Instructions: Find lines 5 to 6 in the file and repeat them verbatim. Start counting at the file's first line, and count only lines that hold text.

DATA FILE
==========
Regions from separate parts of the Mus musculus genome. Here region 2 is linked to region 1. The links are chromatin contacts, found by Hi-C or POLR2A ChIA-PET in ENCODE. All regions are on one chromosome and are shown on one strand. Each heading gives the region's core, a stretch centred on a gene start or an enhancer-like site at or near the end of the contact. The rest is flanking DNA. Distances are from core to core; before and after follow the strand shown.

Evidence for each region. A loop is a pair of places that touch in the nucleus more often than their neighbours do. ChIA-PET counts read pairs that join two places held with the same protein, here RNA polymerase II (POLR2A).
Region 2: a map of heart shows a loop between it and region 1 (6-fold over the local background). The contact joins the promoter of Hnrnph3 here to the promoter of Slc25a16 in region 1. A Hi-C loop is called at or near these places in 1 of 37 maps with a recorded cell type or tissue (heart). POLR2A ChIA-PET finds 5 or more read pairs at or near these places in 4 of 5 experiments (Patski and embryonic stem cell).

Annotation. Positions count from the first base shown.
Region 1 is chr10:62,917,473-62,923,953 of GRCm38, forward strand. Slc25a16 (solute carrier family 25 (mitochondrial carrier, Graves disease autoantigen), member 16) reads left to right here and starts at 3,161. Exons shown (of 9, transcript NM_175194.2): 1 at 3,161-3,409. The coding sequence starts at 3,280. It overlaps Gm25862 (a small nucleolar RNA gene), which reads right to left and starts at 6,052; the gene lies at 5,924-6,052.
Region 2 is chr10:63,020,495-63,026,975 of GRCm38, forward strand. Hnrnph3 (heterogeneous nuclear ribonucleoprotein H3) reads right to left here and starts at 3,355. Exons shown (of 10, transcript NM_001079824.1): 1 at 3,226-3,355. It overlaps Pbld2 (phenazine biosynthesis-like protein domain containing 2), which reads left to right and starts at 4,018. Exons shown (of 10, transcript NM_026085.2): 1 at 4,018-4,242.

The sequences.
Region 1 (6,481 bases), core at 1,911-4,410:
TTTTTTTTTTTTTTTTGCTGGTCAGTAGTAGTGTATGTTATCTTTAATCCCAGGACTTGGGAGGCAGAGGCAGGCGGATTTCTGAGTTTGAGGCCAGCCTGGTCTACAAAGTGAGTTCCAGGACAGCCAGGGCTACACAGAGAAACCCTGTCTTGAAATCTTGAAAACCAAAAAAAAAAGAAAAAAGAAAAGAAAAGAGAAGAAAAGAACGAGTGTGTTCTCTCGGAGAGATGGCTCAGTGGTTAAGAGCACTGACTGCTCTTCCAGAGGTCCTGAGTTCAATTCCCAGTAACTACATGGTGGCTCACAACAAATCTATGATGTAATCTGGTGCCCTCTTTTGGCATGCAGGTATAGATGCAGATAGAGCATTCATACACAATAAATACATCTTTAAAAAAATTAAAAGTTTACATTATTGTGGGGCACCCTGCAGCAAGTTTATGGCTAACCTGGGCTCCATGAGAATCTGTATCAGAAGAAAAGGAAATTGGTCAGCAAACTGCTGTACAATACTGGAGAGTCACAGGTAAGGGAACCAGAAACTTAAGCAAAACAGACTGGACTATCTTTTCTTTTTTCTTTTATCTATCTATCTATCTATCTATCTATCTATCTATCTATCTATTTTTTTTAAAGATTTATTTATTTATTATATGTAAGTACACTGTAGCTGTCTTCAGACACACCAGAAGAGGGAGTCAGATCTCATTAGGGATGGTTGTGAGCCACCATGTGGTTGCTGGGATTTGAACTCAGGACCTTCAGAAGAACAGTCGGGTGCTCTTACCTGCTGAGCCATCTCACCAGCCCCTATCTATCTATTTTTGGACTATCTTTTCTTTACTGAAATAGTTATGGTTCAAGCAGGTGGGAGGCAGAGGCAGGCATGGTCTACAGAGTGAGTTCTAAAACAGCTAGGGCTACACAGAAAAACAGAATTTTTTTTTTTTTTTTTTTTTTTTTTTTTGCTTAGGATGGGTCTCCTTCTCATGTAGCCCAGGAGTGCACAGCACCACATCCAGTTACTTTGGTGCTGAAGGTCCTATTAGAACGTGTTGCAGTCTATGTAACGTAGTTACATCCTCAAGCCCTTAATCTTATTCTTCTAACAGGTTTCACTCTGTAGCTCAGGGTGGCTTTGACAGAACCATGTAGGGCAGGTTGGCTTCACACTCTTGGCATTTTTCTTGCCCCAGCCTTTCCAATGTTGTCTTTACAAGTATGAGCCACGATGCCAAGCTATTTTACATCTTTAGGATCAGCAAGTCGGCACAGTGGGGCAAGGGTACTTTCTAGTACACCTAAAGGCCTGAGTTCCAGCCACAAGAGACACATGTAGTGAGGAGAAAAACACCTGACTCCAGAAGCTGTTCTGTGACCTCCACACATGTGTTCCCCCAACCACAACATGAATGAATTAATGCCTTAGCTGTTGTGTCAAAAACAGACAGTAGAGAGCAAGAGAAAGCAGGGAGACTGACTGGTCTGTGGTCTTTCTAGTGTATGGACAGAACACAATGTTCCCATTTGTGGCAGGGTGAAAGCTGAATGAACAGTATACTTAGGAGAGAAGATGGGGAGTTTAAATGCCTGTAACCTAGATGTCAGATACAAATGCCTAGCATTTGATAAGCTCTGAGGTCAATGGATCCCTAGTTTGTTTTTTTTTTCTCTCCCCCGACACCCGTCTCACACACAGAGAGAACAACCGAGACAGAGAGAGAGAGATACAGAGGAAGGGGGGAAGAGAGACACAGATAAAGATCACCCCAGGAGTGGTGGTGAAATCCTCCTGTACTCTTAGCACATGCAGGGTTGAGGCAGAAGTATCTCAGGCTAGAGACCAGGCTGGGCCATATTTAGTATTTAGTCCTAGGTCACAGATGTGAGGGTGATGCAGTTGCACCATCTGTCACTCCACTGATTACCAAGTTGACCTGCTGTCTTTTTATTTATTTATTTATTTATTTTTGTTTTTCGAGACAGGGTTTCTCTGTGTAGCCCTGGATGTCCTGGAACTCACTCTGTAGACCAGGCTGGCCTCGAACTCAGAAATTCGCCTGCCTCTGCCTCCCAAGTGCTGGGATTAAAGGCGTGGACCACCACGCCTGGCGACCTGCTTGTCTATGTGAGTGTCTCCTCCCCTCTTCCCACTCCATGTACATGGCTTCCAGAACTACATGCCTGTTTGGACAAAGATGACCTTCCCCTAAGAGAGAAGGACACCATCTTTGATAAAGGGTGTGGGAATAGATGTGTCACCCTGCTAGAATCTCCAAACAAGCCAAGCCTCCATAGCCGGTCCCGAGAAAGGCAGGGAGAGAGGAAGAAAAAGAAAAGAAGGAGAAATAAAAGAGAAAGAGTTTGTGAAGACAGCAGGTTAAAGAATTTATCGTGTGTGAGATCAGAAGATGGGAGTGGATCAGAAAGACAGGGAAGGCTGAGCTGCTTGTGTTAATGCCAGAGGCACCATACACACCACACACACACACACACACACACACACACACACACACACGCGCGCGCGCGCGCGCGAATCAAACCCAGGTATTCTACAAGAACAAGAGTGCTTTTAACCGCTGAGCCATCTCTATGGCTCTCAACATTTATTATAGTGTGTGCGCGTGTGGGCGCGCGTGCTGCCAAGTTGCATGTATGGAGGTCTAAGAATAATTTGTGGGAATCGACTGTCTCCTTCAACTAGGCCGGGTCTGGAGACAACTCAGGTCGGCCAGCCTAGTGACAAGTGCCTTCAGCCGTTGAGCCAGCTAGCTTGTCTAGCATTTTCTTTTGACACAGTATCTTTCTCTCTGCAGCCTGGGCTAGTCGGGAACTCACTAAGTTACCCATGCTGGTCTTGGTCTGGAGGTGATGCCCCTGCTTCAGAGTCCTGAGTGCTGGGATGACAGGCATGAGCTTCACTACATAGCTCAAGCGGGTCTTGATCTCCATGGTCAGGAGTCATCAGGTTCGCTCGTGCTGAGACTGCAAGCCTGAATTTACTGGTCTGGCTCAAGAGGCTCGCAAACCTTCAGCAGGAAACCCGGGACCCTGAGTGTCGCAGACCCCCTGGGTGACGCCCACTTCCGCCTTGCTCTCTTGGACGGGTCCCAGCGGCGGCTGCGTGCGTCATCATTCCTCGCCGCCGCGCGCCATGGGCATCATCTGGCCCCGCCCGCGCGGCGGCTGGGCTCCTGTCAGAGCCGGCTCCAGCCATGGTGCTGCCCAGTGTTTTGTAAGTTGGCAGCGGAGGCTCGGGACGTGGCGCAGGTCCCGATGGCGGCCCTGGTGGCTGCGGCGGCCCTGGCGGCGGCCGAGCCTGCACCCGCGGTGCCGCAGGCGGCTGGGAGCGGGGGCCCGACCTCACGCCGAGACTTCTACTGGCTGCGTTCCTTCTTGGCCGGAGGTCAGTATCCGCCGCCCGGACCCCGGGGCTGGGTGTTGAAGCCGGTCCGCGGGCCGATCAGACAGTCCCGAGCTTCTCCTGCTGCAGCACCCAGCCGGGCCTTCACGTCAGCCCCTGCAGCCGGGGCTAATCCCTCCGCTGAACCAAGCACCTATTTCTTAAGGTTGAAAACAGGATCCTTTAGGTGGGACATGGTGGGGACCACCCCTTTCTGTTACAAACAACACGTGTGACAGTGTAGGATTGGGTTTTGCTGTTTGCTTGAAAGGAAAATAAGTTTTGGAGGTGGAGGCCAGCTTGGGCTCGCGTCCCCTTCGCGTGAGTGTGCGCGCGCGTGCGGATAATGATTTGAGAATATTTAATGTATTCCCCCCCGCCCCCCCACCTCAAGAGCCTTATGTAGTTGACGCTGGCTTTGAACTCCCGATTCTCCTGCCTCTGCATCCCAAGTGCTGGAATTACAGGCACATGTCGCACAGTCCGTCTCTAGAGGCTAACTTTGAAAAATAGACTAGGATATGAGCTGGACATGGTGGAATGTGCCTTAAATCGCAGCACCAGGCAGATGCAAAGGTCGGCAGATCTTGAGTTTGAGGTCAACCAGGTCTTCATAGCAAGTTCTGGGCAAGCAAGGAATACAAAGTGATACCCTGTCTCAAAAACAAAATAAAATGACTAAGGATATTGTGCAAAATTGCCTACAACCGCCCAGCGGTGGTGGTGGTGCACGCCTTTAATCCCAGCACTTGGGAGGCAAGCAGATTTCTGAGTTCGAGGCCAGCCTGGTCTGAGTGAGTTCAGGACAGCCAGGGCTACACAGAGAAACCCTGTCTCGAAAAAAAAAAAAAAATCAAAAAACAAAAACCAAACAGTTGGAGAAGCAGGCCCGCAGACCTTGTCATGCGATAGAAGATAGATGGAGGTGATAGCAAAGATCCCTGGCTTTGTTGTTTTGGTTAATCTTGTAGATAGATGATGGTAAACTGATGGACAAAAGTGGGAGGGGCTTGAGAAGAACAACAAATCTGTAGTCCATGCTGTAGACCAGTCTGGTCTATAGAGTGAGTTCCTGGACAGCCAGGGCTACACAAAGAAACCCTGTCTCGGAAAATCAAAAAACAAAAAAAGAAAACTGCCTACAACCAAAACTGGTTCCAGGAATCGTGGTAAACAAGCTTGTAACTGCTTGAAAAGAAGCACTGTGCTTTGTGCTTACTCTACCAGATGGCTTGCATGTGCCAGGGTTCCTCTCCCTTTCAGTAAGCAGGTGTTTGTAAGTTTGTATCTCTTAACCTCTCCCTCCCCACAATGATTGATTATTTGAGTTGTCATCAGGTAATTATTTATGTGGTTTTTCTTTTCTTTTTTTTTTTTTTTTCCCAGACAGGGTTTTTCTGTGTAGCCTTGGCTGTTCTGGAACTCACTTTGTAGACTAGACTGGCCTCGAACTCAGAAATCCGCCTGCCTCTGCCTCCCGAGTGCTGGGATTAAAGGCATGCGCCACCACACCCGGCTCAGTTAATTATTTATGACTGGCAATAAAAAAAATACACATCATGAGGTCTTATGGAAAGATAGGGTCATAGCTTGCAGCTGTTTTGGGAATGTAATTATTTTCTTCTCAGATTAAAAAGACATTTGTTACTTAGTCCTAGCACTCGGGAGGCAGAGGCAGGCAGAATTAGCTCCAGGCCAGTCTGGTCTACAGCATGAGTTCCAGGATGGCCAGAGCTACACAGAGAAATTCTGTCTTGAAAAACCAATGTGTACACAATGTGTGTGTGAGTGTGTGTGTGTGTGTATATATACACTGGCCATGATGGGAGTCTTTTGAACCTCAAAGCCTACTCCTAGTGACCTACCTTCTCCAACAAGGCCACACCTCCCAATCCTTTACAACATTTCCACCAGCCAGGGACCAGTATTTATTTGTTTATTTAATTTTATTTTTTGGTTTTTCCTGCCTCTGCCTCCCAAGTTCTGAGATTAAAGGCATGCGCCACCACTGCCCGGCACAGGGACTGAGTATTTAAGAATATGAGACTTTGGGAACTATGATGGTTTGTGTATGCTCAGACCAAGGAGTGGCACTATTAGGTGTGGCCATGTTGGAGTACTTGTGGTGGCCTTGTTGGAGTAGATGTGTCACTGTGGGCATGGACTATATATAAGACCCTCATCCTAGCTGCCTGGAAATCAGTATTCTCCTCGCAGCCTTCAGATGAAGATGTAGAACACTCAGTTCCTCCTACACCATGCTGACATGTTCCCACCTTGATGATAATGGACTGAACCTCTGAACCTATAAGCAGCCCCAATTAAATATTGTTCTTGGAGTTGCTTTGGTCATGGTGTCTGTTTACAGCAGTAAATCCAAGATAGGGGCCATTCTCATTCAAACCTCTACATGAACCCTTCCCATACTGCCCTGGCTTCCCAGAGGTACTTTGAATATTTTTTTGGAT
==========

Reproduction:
Region 1 is chr10:62,917,473-62,923,953 of GRCm38, forward strand. Slc25a16 (solute carrier family 25 (mitochondrial carrier, Graves disease autoantigen), member 16) reads left to right here and starts at 3,161. Exons shown (of 9, transcript NM_175194.2): 1 at 3,161-3,409. The coding sequence starts at 3,280. It overlaps Gm25862 (a small nucleolar RNA gene), which reads right to left and starts at 6,052; the gene lies at 5,924-6,052.
Region 2 is chr10:63,020,495-63,026,975 of GRCm38, forward strand. Hnrnph3 (heterogeneous nuclear ribonucleoprotein H3) reads right to left here and starts at 3,355. Exons shown (of 10, transcript NM_001079824.1): 1 at 3,226-3,355. It overlaps Pbld2 (phenazine biosynthesis-like protein domain containing 2), which reads left to right and starts at 4,018. Exons shown (of 10, transcript NM_026085.2): 1 at 4,018-4,242.